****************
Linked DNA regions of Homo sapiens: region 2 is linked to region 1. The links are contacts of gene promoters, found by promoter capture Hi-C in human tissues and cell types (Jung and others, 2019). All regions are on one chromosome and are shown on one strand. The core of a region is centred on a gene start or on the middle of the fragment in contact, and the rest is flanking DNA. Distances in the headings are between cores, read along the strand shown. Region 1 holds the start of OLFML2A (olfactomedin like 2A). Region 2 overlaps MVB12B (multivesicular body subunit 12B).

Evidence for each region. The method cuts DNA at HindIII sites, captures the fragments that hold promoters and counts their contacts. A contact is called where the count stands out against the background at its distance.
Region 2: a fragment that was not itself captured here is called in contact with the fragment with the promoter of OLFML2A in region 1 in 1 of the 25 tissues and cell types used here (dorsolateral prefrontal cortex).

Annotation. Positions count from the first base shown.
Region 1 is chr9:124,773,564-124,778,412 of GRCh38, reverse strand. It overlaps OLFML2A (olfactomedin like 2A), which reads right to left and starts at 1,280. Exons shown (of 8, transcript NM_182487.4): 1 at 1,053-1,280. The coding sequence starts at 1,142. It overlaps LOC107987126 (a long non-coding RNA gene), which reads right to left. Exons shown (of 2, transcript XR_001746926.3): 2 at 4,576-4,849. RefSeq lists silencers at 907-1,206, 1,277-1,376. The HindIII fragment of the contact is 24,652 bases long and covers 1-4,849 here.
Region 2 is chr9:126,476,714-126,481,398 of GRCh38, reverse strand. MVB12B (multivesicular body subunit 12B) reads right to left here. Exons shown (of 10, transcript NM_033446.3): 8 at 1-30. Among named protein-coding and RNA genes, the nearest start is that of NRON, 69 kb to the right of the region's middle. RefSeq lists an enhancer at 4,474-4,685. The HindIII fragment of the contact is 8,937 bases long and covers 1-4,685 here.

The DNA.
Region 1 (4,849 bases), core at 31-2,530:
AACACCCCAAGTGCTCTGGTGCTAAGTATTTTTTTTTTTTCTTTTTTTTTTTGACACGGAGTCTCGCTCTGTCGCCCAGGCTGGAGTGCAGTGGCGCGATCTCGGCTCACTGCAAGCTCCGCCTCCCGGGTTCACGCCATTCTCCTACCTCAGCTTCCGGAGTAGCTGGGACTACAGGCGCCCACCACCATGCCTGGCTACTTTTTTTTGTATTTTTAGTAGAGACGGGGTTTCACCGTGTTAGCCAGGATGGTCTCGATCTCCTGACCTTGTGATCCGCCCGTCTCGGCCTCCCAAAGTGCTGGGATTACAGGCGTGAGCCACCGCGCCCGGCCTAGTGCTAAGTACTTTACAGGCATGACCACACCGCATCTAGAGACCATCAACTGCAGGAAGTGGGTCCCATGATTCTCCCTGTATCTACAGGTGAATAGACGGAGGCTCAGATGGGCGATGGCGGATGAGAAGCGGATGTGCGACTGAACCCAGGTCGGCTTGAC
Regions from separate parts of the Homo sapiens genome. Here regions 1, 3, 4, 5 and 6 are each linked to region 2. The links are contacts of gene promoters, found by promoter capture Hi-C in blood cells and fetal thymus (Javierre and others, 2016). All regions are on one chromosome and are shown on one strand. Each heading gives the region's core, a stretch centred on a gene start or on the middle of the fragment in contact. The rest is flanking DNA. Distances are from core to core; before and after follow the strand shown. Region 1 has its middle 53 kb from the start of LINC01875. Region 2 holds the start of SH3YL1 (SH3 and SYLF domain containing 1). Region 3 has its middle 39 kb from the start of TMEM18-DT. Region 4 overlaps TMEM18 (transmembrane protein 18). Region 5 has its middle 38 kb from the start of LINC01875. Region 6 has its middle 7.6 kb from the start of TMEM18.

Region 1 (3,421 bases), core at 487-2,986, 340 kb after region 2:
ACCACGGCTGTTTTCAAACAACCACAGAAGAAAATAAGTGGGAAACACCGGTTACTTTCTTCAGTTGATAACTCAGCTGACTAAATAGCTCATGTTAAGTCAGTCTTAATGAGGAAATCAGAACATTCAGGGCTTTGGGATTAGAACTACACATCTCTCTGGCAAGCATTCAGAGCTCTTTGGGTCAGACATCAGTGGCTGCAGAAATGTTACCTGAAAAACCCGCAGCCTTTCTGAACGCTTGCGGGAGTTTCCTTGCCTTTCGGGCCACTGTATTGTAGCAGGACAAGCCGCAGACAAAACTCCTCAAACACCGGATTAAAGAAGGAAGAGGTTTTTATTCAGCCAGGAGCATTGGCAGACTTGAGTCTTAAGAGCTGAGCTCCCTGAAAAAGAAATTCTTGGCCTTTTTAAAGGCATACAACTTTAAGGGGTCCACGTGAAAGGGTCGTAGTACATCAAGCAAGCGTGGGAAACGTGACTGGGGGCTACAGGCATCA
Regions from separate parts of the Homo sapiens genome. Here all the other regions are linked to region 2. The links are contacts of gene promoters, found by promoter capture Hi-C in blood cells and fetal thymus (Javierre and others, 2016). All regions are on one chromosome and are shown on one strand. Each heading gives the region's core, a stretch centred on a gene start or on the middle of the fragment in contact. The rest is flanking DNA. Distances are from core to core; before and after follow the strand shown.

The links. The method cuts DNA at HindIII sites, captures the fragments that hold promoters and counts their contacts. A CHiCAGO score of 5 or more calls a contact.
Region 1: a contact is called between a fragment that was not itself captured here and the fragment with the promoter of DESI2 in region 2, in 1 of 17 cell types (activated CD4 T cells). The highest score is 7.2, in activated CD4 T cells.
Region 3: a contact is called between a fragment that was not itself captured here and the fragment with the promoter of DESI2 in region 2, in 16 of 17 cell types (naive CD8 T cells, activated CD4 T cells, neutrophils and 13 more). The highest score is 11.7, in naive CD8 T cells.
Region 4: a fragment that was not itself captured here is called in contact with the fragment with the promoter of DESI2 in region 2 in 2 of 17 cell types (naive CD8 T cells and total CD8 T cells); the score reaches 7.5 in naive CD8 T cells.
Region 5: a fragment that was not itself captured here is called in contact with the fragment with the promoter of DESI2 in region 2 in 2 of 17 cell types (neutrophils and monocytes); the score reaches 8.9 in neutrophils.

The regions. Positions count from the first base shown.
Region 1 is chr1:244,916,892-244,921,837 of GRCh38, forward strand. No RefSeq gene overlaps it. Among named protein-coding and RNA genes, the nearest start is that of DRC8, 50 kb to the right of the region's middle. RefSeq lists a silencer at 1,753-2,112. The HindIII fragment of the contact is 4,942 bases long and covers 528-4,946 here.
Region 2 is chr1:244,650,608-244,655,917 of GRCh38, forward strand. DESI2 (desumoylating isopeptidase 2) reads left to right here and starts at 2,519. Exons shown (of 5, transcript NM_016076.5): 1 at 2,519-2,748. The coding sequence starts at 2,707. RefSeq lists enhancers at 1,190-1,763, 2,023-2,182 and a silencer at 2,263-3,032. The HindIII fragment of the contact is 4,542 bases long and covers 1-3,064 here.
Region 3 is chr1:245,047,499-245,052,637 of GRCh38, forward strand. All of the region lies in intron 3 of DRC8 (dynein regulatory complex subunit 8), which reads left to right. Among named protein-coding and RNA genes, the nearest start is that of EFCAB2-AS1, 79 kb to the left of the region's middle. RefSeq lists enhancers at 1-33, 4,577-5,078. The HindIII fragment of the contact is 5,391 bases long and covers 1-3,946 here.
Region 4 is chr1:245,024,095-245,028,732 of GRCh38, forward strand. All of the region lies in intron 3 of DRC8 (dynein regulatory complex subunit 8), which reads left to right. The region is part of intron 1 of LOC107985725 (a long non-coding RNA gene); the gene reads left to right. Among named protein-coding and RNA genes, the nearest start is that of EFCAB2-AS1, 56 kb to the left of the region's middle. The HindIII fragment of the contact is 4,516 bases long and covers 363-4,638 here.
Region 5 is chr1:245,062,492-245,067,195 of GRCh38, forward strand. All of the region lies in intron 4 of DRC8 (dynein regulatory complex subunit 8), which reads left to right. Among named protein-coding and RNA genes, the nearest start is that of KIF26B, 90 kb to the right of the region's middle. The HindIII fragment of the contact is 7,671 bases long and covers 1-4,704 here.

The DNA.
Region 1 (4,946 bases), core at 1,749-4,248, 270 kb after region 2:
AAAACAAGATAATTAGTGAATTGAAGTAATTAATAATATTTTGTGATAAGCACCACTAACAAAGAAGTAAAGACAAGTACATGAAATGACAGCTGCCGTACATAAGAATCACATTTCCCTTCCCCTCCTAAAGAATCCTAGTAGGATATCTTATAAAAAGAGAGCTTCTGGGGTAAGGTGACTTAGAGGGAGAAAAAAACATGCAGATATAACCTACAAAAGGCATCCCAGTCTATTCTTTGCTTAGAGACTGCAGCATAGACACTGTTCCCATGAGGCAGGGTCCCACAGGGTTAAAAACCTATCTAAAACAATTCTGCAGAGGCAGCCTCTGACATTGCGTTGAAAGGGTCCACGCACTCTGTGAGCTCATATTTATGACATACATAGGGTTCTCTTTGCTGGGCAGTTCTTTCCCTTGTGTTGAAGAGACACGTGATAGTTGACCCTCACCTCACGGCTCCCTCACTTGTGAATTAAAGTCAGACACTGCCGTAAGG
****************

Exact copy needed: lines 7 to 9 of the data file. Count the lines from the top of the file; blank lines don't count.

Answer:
The DNA.
Region 1 (4,849 bases), core at 31-2,530:
AACACCCCAAGTGCTCTGGTGCTAAGTATTTTTTTTTTTTCTTTTTTTTTTTGACACGGAGTCTCGCTCTGTCGCCCAGGCTGGAGTGCAGTGGCGCGATCTCGGCTCACTGCAAGCTCCGCCTCCCGGGTTCACGCCATTCTCCTACCTCAGCTTCCGGAGTAGCTGGGACTACAGGCGCCCACCACCATGCCTGGCTACTTTTTTTTGTATTTTTAGTAGAGACGGGGTTTCACCGTGTTAGCCAGGATGGTCTCGATCTCCTGACCTTGTGATCCGCCCGTCTCGGCCTCCCAAAGTGCTGGGATTACAGGCGTGAGCCACCGCGCCCGGCCTAGTGCTAAGTACTTTACAGGCATGACCACACCGCATCTAGAGACCATCAACTGCAGGAAGTGGGTCCCATGATTCTCCCTGTATCTACAGGTGAATAGACGGAGGCTCAGATGGGCGATGGCGGATGAGAAGCGGATGTGCGACTGAACCCAGGTCGGCTTGAC